Are You Relaxing – Or Just Procrastinating?

It’s 6pm. You haven’t really accomplished anything today … but hey, you needed some time to relax. You took a long lunch and re-watched a couple of episodes of a TV show. You spent an hour or two in a coffee shop, flicking through a few newspapers. You updated Facebook and Twitter and Google+ …

… so why do you feel stressed?

Chances are, you weren’t really relaxing. You were procrastinating: putting off what you wanted to get done because you felt some resistance to it.

Here’s the difference:

Procrastination is unfulfilling. It’s a displacement activity – and you’ve constantly got a nagging voice at the back of your mind reminding you of all those tasks on your to-do list. Procrastination might make you feel a bit better temporarily, but you’ll end the day feeling frustrated with yourself.

Relaxing is restorative. It’s a deliberate choice – not something that you seem to fall into. You relax during scheduled breaks, or when your work is done for the day, rather than whenever you start to lose focus on a task. You’ll not only feel good while you’re relaxing, you’ll feel good afterwards, too.

How to Procrastinate Less …

1. Block any websites that tempt you to procrastinate. (You might even want to shut off your internet connection entirely for an hour or two.)

2. Remind yourself that if you get all your tasks done, you’ll be able to relax sooner. It’s easier to stay on-track when you’ve got something to look forward to.

3. Pick one task to focus on at a time. It’s very easy to end up procrastinating by constantly switching between tasks. (“I’ll just check my emails…”) If you find your attention slipping, remind yourself “I’m working on X right now.”

4. Take regular breaks. No-one can stay focused for hours at a time. Aim to work for 20 – 45 minutes at a stretch, then give yourself 5-10 minutes to stretch, walk around or even meditate.

… And Relax More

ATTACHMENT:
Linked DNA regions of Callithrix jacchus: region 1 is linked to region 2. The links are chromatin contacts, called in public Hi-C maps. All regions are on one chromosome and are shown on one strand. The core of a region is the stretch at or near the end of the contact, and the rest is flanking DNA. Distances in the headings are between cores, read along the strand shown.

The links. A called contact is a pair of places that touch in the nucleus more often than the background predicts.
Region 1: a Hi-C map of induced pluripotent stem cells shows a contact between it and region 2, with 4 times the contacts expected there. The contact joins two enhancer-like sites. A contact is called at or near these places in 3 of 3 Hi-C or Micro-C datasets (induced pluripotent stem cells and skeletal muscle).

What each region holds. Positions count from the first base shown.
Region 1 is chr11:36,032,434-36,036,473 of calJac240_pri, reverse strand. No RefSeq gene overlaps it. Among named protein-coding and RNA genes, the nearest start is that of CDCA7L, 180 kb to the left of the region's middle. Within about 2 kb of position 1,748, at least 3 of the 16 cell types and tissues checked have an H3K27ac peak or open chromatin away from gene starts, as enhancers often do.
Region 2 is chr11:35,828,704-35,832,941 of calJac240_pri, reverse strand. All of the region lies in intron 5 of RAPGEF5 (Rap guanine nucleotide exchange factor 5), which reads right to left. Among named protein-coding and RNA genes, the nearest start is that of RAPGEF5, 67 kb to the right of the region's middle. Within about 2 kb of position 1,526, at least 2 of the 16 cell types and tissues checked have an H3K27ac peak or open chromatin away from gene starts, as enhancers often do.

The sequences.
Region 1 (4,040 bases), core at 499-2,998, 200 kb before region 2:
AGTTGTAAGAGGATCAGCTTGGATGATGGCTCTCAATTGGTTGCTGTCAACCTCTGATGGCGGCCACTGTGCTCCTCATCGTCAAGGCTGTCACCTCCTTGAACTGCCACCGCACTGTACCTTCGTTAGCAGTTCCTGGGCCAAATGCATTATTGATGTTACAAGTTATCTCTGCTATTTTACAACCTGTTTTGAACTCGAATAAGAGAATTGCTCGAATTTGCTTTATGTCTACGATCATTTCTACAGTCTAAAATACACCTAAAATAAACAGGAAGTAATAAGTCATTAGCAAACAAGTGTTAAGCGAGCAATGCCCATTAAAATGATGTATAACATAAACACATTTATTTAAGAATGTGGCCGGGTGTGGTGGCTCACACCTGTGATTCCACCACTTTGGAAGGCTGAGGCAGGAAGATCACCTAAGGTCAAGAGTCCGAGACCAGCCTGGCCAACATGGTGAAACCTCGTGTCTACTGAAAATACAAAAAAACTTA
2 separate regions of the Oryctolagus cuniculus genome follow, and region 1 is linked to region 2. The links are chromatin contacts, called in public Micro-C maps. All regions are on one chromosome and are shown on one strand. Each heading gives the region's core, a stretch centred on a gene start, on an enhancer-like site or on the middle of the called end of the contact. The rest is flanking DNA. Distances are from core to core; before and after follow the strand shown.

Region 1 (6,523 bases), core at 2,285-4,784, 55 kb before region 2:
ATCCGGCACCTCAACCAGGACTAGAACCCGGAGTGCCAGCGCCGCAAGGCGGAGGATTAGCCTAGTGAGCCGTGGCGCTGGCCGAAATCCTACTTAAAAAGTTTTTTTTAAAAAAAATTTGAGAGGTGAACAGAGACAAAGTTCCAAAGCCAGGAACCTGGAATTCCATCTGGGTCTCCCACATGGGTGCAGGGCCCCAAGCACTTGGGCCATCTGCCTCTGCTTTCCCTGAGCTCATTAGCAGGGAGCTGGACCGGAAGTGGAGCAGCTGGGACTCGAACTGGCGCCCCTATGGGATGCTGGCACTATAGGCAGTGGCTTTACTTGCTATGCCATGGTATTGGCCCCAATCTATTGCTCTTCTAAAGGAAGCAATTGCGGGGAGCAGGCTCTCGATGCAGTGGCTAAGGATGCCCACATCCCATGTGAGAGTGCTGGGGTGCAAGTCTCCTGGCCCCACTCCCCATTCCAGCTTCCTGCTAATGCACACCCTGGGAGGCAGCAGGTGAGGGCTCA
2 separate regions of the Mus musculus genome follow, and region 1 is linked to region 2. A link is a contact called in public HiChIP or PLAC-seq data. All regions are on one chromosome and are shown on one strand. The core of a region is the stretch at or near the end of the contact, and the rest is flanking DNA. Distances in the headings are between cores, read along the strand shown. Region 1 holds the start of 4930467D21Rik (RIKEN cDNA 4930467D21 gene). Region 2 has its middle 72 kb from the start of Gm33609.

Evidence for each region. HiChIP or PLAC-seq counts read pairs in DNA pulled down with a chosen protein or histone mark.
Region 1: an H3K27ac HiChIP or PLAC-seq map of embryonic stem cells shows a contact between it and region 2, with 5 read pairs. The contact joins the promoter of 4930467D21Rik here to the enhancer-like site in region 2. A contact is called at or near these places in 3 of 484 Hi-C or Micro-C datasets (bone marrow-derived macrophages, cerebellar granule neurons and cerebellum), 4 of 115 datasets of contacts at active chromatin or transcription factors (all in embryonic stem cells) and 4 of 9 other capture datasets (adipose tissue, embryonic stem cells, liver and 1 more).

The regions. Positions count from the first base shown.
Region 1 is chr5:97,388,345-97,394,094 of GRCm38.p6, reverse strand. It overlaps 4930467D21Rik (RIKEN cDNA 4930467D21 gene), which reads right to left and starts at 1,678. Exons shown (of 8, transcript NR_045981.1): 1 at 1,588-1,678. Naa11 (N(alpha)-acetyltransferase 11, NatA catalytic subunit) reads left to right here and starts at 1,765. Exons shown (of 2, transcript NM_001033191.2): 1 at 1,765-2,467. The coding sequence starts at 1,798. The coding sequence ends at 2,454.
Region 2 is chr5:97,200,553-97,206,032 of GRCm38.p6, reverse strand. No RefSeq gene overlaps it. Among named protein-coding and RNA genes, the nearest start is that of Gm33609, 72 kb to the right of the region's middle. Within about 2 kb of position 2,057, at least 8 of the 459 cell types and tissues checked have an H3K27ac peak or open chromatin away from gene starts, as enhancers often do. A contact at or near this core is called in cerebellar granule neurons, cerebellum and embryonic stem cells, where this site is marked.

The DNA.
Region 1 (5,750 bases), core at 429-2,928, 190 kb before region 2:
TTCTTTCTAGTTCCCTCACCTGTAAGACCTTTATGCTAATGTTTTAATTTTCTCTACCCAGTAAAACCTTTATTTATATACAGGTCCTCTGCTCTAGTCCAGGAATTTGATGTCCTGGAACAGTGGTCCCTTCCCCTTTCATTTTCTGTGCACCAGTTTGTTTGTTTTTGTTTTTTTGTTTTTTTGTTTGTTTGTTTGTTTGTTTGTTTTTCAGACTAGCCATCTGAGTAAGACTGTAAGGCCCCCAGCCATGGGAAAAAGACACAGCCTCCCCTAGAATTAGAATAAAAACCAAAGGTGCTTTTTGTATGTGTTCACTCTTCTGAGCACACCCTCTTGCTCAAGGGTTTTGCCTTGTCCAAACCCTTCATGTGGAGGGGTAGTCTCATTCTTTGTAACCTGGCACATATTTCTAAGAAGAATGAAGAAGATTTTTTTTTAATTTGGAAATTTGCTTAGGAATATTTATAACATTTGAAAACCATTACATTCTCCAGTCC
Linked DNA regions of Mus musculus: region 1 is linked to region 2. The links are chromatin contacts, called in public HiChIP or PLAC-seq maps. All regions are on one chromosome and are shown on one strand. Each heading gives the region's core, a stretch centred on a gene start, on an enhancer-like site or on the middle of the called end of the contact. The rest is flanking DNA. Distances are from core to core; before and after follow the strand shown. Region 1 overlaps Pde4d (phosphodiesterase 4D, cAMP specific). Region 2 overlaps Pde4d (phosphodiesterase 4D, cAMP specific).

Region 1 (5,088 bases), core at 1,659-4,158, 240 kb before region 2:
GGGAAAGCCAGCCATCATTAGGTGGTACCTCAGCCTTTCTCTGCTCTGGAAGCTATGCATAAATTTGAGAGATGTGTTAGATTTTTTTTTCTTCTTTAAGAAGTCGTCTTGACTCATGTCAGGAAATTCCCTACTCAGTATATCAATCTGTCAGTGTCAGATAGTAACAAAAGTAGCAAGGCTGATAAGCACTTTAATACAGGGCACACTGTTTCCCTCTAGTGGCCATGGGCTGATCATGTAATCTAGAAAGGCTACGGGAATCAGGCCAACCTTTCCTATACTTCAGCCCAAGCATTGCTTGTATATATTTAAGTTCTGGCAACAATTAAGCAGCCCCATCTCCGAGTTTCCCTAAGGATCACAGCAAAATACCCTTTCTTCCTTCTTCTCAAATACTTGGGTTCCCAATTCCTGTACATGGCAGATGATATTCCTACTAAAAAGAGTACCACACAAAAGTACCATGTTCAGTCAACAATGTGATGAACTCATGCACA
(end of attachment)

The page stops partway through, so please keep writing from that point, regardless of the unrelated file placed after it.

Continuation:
1. Schedule in time to relax. You might, for instance, plan to go to a movie on Saturday afternoon – which makes it easier to stay focused on chores in the morning.

2. Make a deliberate choice about what to do. You don’t necessarily need to decide ahead of time – often it’s good to follow the whim of the moment. But do pause to consider what you’d really enjoy.

3. Fight any feelings of guilt. We all need time to rest and recharge. Don’t let other people tell you that you “should” relax in their way: if you want to spend Saturday catching up on TV, and you find that rejuvenating, then go ahead!

4. Set firm boundaries around your work. You might need to do some tasks outside 9am – 5pm (or whatever your hours are) – but try to set aside at least one full day every week when you don’t work at all.

So … will you find time to relax properly today? Let us know your thoughts and tips in the comments!


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A Smarter Approach To Time Management

Tips For Breaking Bad Habits and Developing Good Habits



Erin shows overscheduled, overwhelmed women how to do less so that they can achieve more. Traditional productivity books—written by men—barely touch the tangle of cultural pressures that women feel when facing down a to-do list. How to Get Sh*t Done will teach you how to zero in on the three areas of your life where you want to excel, and then it will show you how to off-load, outsource, or just stop giving a damn about the rest.

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